For the 2nd time in 4 days, a regular season home game at the Coliseum has been postponed. Unlike Tuesday’s deluge-caused delay, tonight’s game was somehow halted thanks to only 1/3-inch of rain. Why? Because the groundskeeping crew chose to leave the infield tarp off in hopes of drying out the field from the previous week’s rain.
Here’s my understanding of what led up to the postponement:
- After last night’s extra innings affair, the grounds crew spoke with a weather consultant. They wanted to know if it was safe to leave the infield tarp off, so that the field could dry out a little going into the weekend. The consultant said there was little chance of rain, so they went ahead with this.
- Late Thursday night (midnight), it started to rain. Again, 1/3-inch fell overnight.
- When A’s staff arrived this morning, they found the infield waterlogged despite that minimal amount of rain.
- The grounds crew worked feverishly throughout the day to prep the infield dirt, which was practically mud. Turface (clay) and Diamond Dry (ground corn cobs) absorbent substances were employed to little improvement.
- Batting practice was cancelled at 4 PM.
- In anticipation of another brief rainstorm, the tarp was placed on the field. As a result, the field can’t be worked on.
- When the tarp was removed prior to the game, the field was still in such bad shape that the managers and umpires were concerned about the potential for injury.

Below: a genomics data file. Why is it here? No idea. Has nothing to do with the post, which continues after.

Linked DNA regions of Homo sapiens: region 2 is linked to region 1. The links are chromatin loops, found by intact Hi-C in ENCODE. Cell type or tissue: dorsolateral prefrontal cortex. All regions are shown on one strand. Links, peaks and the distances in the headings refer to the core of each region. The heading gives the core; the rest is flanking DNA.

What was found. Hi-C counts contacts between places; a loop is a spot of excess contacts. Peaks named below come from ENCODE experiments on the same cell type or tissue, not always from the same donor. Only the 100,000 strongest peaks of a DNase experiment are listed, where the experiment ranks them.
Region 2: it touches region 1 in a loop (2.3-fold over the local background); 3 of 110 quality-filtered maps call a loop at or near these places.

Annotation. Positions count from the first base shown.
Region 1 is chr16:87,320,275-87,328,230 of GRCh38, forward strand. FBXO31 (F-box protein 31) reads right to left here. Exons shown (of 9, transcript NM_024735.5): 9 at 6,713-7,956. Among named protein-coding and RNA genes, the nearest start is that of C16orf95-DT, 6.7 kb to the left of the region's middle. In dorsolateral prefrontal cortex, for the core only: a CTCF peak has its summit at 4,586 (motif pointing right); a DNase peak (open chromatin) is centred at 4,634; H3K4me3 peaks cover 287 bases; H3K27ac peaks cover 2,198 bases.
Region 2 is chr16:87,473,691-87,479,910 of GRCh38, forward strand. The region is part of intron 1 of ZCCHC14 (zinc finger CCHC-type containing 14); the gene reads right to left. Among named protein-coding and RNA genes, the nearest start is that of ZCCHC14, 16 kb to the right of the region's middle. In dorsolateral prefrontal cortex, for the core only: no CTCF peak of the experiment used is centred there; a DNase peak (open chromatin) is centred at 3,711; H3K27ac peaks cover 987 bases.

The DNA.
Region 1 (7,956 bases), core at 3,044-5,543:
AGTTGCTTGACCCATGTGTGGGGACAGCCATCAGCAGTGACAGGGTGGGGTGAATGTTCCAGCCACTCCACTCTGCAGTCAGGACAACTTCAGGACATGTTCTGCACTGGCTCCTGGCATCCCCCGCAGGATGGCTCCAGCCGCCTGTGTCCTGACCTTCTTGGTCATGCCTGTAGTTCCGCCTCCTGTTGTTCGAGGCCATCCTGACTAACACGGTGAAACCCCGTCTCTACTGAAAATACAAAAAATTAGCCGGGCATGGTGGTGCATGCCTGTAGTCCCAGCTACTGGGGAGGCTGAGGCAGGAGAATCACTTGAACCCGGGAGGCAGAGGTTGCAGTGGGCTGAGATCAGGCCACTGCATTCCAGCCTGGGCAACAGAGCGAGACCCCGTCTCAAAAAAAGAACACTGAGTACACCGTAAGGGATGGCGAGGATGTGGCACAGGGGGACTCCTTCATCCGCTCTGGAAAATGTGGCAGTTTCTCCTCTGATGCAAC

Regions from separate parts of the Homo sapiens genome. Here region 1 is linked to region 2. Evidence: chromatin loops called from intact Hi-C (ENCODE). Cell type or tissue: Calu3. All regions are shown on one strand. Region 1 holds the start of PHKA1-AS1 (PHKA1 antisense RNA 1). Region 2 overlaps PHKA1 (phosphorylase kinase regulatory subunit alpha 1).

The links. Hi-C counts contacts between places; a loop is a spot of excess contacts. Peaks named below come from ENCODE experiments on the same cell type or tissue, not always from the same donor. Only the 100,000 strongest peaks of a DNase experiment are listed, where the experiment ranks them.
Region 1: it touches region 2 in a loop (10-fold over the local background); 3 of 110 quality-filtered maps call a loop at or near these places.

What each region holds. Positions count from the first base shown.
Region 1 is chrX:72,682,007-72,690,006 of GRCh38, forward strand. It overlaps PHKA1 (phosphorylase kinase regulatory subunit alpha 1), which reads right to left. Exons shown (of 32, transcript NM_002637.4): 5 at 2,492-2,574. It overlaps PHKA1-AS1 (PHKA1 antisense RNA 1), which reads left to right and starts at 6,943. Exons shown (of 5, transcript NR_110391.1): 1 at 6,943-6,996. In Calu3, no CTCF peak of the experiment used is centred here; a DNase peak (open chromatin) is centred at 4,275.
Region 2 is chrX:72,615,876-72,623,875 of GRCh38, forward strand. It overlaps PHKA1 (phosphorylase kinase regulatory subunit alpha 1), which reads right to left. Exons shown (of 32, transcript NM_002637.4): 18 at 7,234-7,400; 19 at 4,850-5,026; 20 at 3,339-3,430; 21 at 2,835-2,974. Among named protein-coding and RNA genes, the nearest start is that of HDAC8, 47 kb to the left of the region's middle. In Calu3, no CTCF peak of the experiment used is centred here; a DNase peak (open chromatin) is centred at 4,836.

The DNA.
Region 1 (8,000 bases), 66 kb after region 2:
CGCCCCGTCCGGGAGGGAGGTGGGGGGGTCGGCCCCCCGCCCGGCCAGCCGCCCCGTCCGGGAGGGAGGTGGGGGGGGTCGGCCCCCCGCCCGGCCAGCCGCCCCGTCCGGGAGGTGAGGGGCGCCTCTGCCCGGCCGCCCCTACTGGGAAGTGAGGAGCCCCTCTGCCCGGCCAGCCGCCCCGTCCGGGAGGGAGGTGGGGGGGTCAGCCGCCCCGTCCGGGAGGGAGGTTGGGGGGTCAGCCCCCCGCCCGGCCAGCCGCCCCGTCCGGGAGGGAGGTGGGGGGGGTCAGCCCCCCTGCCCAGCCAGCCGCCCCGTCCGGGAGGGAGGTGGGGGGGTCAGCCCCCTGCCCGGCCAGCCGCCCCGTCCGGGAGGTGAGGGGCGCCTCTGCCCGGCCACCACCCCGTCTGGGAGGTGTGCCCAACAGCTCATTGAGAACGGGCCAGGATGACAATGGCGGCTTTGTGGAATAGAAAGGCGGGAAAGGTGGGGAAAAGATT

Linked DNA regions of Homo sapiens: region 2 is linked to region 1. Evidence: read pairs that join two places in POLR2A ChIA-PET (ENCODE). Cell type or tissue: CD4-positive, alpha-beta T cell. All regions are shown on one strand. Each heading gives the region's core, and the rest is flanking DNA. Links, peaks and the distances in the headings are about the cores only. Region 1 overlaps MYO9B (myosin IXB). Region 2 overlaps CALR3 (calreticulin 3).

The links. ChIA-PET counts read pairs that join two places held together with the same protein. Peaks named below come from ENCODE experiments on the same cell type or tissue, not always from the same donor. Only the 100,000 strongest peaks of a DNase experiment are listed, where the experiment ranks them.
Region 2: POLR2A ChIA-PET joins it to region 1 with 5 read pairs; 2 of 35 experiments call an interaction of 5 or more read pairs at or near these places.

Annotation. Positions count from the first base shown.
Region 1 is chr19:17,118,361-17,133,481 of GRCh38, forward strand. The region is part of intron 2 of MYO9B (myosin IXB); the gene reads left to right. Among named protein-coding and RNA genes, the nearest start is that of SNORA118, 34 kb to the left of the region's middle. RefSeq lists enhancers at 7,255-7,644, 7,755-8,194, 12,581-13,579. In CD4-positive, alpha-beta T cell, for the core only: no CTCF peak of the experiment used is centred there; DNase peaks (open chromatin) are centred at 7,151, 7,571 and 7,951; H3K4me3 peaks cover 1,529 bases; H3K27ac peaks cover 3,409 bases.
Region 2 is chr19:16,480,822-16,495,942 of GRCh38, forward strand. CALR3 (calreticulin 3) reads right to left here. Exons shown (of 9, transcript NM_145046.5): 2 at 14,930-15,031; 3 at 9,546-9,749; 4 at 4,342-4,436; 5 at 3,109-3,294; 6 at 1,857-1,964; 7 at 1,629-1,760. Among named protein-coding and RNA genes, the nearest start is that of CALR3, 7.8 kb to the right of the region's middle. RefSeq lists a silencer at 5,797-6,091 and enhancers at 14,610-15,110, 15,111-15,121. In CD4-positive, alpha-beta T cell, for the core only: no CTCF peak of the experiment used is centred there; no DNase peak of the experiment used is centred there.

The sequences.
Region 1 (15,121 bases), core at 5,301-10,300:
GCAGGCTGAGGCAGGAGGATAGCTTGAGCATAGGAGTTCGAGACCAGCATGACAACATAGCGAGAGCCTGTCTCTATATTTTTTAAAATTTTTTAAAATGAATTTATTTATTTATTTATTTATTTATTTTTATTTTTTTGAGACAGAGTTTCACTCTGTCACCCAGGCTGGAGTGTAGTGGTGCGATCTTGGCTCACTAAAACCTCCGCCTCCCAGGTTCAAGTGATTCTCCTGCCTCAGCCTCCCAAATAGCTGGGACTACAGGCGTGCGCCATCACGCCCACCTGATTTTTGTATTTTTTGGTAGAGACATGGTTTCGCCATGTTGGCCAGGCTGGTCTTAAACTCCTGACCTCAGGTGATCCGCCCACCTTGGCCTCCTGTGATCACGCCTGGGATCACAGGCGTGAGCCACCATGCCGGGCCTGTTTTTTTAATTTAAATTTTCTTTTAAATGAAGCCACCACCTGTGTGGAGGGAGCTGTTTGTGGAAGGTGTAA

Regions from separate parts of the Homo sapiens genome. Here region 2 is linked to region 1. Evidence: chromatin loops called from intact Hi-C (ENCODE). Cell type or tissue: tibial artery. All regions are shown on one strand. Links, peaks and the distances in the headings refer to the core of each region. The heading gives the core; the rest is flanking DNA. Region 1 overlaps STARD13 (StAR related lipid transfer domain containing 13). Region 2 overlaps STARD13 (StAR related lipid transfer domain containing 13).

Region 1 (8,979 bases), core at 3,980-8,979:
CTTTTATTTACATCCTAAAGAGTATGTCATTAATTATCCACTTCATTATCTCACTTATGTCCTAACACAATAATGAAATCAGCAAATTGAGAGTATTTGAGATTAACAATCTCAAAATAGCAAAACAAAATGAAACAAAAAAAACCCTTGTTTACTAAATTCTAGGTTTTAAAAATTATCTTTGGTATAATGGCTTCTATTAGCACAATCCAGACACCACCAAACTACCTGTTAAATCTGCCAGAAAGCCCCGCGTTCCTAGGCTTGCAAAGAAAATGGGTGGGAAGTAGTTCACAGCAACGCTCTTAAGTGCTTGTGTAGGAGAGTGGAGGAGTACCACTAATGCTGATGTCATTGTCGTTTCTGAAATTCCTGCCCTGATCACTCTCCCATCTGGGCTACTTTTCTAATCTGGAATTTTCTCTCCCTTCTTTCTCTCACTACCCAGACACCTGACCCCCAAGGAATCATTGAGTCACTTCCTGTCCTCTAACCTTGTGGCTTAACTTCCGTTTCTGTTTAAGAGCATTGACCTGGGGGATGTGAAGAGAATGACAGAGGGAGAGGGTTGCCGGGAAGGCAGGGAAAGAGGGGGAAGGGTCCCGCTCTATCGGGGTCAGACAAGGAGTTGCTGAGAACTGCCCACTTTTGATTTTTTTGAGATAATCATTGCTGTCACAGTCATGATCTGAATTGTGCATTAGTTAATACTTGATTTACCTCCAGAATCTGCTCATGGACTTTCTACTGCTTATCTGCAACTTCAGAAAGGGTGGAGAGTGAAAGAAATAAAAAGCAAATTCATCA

- At 6:30, a 30-minute rain delayed was announced. The original scheduled start time was to be 7:05.
- The game was called off at 7:20.
Throughout the night, the grounds crew continues to work on the infield to absorb pooled rainwater. There remains a question of whether Saturday’s game can be played on account of the field.
Simply put, the decision to leave the tarp off was utterly boneheaded, especially considering the risk/reward. There was a slight chance of rain, and given the fragile condition of the he field, Clay Wood and his staff shouldn’t have taken such a risk.
Then again, 1/3-inch of rain shouldn’t render an infield unplayable. It’s not much at all. Newer fields with more extensive drainage systems can drain several inches of rain per hour.
However, this is the Coliseum we’re talking about, where the field is 22 feet below sea level and 6 feet below the water table. Gravity doesn’t help. Neither do the tides, which were in between at the time of the postponement. To get rid of the water you have to sop it up or pump it out. An old Chronicle article written during the. Mt. Davis construction explained the difficulty.
It takes at least a day to pump out all the water after a heavy rain.
Another factor may be the freshly laid down sod, only a few weeks old. This year the old standy Bermuda grass has been replaced by Kentucky bluegrass, which may have been chosen for its drought-resistance. If the sod hasn’t fully taken hold, that too would affect field drainage, though obviously not on the dirt portions of the infield.
The game doesn’t yet have a rescheduled date. Players chose not to do another split doubleheader as they did Wednesday, which is their right per the CBA. The game could be made up in May or in the second half of the he season.
This largely preventable incident by an otherwise excellent grounds crew only highlights the deficiencies of the Coliseum, even though this was not a matter of regular stadium maintenance. Regardless, it continues to show the Coliseum in the worst light: unloved, broken, and only used because all the alternatives are too expensive at the moment. I’d like to think that the Coli will catch a break sometime, but that might mean it will actually break.